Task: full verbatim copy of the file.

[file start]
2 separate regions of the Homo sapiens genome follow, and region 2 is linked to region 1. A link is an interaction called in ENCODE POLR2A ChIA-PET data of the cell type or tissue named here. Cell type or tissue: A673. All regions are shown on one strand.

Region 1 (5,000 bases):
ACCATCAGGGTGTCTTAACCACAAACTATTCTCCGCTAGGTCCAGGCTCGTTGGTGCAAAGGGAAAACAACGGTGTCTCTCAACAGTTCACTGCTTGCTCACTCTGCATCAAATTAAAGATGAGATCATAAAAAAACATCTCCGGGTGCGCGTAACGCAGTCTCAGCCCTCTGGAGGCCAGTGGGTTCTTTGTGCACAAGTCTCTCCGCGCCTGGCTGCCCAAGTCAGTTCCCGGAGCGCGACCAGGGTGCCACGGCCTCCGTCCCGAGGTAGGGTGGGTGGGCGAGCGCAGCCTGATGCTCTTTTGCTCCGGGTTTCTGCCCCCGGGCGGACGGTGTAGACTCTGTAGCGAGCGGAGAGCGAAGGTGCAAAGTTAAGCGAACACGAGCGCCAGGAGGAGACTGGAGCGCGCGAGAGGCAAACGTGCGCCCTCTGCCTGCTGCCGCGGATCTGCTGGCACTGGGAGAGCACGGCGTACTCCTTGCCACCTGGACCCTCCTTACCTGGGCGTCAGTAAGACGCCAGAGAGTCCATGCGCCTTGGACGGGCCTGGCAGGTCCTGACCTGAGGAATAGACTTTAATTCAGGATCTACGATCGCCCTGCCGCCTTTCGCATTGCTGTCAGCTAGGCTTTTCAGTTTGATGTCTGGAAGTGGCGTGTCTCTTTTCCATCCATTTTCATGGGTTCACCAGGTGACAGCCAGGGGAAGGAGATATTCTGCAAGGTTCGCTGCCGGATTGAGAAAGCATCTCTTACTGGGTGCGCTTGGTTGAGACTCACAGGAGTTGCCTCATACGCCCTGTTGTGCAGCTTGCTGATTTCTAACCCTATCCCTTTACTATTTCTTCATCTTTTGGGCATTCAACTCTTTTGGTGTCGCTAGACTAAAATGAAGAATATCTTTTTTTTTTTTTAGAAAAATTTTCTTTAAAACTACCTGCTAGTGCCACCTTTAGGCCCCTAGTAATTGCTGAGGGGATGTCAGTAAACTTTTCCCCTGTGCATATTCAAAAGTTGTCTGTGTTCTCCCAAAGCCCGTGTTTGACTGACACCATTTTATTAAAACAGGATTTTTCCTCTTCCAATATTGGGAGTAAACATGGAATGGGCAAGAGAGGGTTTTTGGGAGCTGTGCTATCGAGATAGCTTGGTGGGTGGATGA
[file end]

2 separate regions of the Homo sapiens genome follow, and region 2 is linked to region 1. A link is an interaction called in ENCODE POLR2A ChIA-PET data of the cell type or tissue named here. Cell type or tissue: A673. All regions are shown on one strand.

Region 1 (5,000 bases):
ACCATCAGGGTGTCTTAACCACAAACTATTCTCCGCTAGGTCCAGGCTCGTTGGTGCAAAGGGAAAACAACGGTGTCTCTCAACAGTTCACTGCTTGCTCACTCTGCATCAAATTAAAGATGAGATCATAAAAAAACATCTCCGGGTGCGCGTAACGCAGTCTCAGCCCTCTGGAGGCCAGTGGGTTCTTTGTGCACAAGTCTCTCCGCGCCTGGCTGCCCAAGTCAGTTCCCGGAGCGCGACCAGGGTGCCACGGCCTCCGTCCCGAGGTAGGGTGGGTGGGCGAGCGCAGCCTGATGCTCTTTTGCTCCGGGTTTCTGCCCCCGGGCGGACGGTGTAGACTCTGTAGCGAGCGGAGAGCGAAGGTGCAAAGTTAAGCGAACACGAGCGCCAGGAGGAGACTGGAGCGCGCGAGAGGCAAACGTGCGCCCTCTGCCTGCTGCCGCGGATCTGCTGGCACTGGGAGAGCACGGCGTACTCCTTGCCACCTGGACCCTCCTTACCTGGGCGTCAGTAAGACGCCAGAGAGTCCATGCGCCTTGGACGGGCCTGGCAGGTCCTGACCTGAGGAATAGACTTTAATTCAGGATCTACGATCGCCCTGCCGCCTTTCGCATTGCTGTCAGCTAGGCTTTTCAGTTTGATGTCTGGAAGTGGCGTGTCTCTTTTCCATCCATTTTCATGGGTTCACCAGGTGACAGCCAGGGGAAGGAGATATTCTGCAAGGTTCGCTGCCGGATTGAGAAAGCATCTCTTACTGGGTGCGCTTGGTTGAGACTCACAGGAGTTGCCTCATACGCCCTGTTGTGCAGCTTGCTGATTTCTAACCCTATCCCTTTACTATTTCTTCATCTTTTGGGCATTCAACTCTTTTGGTGTCGCTAGACTAAAATGAAGAATATCTTTTTTTTTTTTTAGAAAAATTTTCTTTAAAACTACCTGCTAGTGCCACCTTTAGGCCCCTAGTAATTGCTGAGGGGATGTCAGTAAACTTTTCCCCTGTGCATATTCAAAAGTTGTCTGTGTTCTCCCAAAGCCCGTGTTTGACTGACACCATTTTATTAAAACAGGATTTTTCCTCTTCCAATATTGGGAGTAAACATGGAATGGGCAAGAGAGGGTTTTTGGGAGCTGTGCTATCGAGATAGCTTGGTGGGTGGATGA